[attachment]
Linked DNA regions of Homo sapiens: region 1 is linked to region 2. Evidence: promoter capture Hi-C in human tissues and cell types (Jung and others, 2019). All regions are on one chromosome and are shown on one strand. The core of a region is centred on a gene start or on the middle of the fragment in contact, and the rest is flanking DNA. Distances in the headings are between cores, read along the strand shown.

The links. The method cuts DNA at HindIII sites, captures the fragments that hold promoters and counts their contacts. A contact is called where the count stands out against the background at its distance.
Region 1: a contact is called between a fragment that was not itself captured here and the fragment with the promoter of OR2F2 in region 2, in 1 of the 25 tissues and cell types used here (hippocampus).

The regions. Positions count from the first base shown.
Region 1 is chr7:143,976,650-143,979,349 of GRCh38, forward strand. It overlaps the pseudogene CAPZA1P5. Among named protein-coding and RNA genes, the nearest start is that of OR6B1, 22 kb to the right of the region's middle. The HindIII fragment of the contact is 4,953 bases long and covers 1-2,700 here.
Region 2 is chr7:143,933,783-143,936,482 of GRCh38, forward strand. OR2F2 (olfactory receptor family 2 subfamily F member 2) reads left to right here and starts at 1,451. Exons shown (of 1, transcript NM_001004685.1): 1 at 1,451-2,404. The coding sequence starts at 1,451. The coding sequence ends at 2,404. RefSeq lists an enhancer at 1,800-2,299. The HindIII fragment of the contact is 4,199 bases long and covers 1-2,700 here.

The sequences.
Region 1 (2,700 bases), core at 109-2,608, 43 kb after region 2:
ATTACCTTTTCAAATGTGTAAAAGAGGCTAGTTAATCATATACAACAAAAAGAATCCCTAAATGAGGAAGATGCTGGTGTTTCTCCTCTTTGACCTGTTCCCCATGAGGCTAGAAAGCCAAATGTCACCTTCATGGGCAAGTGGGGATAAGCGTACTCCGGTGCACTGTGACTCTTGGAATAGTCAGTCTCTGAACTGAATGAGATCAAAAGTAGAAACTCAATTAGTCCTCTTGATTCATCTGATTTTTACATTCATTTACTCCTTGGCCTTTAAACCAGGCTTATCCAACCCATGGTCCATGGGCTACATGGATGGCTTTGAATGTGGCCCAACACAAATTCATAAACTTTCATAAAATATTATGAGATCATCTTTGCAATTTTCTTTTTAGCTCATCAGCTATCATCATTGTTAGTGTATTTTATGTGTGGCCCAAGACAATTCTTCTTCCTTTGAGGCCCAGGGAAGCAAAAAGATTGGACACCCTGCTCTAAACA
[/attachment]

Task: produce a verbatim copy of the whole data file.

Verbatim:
Linked DNA regions of Homo sapiens: region 1 is linked to region 2. Evidence: promoter capture Hi-C in human tissues and cell types (Jung and others, 2019). All regions are on one chromosome and are shown on one strand. The core of a region is centred on a gene start or on the middle of the fragment in contact, and the rest is flanking DNA. Distances in the headings are between cores, read along the strand shown.

The links. The method cuts DNA at HindIII sites, captures the fragments that hold promoters and counts their contacts. A contact is called where the count stands out against the background at its distance.
Region 1: a contact is called between a fragment that was not itself captured here and the fragment with the promoter of OR2F2 in region 2, in 1 of the 25 tissues and cell types used here (hippocampus).

The regions. Positions count from the first base shown.
Region 1 is chr7:143,976,650-143,979,349 of GRCh38, forward strand. It overlaps the pseudogene CAPZA1P5. Among named protein-coding and RNA genes, the nearest start is that of OR6B1, 22 kb to the right of the region's middle. The HindIII fragment of the contact is 4,953 bases long and covers 1-2,700 here.
Region 2 is chr7:143,933,783-143,936,482 of GRCh38, forward strand. OR2F2 (olfactory receptor family 2 subfamily F member 2) reads left to right here and starts at 1,451. Exons shown (of 1, transcript NM_001004685.1): 1 at 1,451-2,404. The coding sequence starts at 1,451. The coding sequence ends at 2,404. RefSeq lists an enhancer at 1,800-2,299. The HindIII fragment of the contact is 4,199 bases long and covers 1-2,700 here.

The sequences.
Region 1 (2,700 bases), core at 109-2,608, 43 kb after region 2:
ATTACCTTTTCAAATGTGTAAAAGAGGCTAGTTAATCATATACAACAAAAAGAATCCCTAAATGAGGAAGATGCTGGTGTTTCTCCTCTTTGACCTGTTCCCCATGAGGCTAGAAAGCCAAATGTCACCTTCATGGGCAAGTGGGGATAAGCGTACTCCGGTGCACTGTGACTCTTGGAATAGTCAGTCTCTGAACTGAATGAGATCAAAAGTAGAAACTCAATTAGTCCTCTTGATTCATCTGATTTTTACATTCATTTACTCCTTGGCCTTTAAACCAGGCTTATCCAACCCATGGTCCATGGGCTACATGGATGGCTTTGAATGTGGCCCAACACAAATTCATAAACTTTCATAAAATATTATGAGATCATCTTTGCAATTTTCTTTTTAGCTCATCAGCTATCATCATTGTTAGTGTATTTTATGTGTGGCCCAAGACAATTCTTCTTCCTTTGAGGCCCAGGGAAGCAAAAAGATTGGACACCCTGCTCTAAACA